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Negros must stop the deluge of filth, which makers of records are marketing among them. The music of the 'Blues' is one thing, but whether good or bad, it is indefensible to put to it all the stench which ingenuity can drag out the under-world and camouflage with words of double meaning. Don't buy them! Don't go to people's houses who do buy them! Don't permit your race newspaper to bear that name and at the same time advertise flagrant immorality set to music. Do anything, do everything, filthy records must go. - Roy Wilkins, (attrib.) editorial in the December 31 1926 edition of the Kansas City Call, probably written by the man who ironically went on to head up the NAACP

Author Topic: Harmony/Hearing Chord Changes  (Read 9366 times)

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Offline Doc White

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Re: Harmony/Hearing Chord Changes
« Reply #15 on: June 04, 2008, 12:57:21 AM »
Hey Johnm,
Like you I'm trying to work out why that chord works in that song and all I'm doing is offering an opinion about the underlying harmony. This is an unusual chord in this key. Thinking about alternative names gets me closer to an explanation than just accepting it's an Ab and that's that. Might not work for you...that's cool. Chord names aside I think probably the answer is quite simple if you subscribe to the theory that any chord can be substituted for any other provided they have at least one note in common. (there is a caveat on this and it is "Let your ears be the guide"). The Ab works so well because of the C in the bass. It doesn't work so well if the Ab is in the bass. Re RGD and rootless chords, I agree almost all of his chords have roots in them but he quite often avoids putting the root note in the bass. His famous 6 note dom7th has the 5th in the bass which gives it it's particular sound. The C7 would be 332313 low to high. There are also instances of him having a non-chord tone in the bass as well.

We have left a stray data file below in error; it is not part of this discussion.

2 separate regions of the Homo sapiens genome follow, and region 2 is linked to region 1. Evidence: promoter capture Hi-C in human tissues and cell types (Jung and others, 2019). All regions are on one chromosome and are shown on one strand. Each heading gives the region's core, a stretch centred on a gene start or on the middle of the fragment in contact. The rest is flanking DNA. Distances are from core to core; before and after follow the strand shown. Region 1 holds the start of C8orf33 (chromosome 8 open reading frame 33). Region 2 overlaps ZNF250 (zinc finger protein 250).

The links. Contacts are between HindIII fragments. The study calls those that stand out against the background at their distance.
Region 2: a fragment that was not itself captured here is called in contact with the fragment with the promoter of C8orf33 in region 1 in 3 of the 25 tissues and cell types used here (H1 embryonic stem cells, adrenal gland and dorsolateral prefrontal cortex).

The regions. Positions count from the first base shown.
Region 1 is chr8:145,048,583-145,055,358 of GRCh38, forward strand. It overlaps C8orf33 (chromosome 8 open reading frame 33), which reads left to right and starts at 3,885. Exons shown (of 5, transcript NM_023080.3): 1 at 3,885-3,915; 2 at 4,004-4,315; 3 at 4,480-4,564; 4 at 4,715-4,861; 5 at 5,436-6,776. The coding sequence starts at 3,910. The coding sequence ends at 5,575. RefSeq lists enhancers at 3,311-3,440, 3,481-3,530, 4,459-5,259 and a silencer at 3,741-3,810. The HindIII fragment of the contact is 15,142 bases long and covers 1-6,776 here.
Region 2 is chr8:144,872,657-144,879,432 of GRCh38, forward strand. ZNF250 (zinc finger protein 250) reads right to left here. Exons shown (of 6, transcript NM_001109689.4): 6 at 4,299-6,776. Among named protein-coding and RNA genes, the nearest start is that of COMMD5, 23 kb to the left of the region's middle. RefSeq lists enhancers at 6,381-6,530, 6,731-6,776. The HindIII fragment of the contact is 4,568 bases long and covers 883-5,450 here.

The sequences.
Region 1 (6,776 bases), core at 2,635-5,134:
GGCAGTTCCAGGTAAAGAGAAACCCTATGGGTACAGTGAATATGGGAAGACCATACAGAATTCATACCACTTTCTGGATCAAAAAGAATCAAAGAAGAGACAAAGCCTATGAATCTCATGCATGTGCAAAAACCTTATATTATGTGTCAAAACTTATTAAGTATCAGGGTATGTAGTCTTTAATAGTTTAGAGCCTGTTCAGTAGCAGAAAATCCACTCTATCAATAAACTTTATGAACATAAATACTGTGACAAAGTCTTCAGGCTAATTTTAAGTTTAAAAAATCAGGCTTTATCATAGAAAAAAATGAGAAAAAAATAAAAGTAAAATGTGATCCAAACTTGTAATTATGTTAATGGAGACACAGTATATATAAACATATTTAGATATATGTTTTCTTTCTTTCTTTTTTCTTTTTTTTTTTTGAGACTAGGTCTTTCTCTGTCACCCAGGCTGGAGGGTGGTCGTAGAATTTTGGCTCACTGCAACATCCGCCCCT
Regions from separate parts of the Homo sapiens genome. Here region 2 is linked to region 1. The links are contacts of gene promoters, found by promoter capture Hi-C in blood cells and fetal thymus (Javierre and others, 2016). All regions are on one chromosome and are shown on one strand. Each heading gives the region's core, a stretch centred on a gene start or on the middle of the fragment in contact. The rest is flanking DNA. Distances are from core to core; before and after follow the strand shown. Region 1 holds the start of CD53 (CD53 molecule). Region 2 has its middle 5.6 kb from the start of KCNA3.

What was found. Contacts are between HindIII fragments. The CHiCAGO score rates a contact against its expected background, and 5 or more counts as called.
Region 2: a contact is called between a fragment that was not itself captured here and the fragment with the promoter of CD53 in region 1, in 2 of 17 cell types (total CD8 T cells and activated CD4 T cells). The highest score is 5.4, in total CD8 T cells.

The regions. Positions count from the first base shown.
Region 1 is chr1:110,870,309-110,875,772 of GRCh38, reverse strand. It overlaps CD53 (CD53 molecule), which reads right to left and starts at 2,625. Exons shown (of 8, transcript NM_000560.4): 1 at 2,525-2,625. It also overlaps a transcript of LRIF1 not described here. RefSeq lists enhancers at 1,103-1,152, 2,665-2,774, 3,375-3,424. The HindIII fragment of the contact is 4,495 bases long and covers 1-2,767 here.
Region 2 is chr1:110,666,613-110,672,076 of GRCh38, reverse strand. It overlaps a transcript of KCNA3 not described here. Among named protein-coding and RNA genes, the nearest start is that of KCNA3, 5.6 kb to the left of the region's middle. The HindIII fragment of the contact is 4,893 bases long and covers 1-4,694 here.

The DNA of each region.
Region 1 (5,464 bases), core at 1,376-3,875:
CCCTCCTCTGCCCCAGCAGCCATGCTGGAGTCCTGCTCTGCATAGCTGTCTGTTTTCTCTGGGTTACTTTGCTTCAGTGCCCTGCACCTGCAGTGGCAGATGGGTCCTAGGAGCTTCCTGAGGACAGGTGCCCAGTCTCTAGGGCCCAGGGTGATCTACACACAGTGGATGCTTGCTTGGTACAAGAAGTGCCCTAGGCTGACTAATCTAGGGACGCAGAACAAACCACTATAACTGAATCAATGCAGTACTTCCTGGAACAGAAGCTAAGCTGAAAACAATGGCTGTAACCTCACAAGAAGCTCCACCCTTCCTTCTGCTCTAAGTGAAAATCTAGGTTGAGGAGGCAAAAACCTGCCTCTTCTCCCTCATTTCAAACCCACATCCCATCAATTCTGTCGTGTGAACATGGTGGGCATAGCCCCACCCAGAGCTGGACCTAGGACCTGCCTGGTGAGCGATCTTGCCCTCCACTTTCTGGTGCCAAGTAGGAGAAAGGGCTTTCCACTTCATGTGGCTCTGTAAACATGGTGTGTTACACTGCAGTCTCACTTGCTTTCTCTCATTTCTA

Whether anyone wants to think about the construction of the tune or not it is still an amazing piece of music. Moves me every time I hear it.

Chris

Online Johnm

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Re: Harmony/Hearing Chord Changes
« Reply #16 on: May 13, 2010, 02:41:48 PM »
Hi all,
This isn't exactly an instance of an unusual harmonization, rather an instance of making an interesting choice as to what notes to hit in the bass behind the I chord.  On Cannon's Jug Stompers' recording of "Walk Right In", the discographical information on the re-issue I have shows Hosea Woods as the guitarist.  Woods made an interesting choice in the bass notes he chose to back the song.  He played the song out of C position in standard tuning, and the song, for the most part, holds the I chord.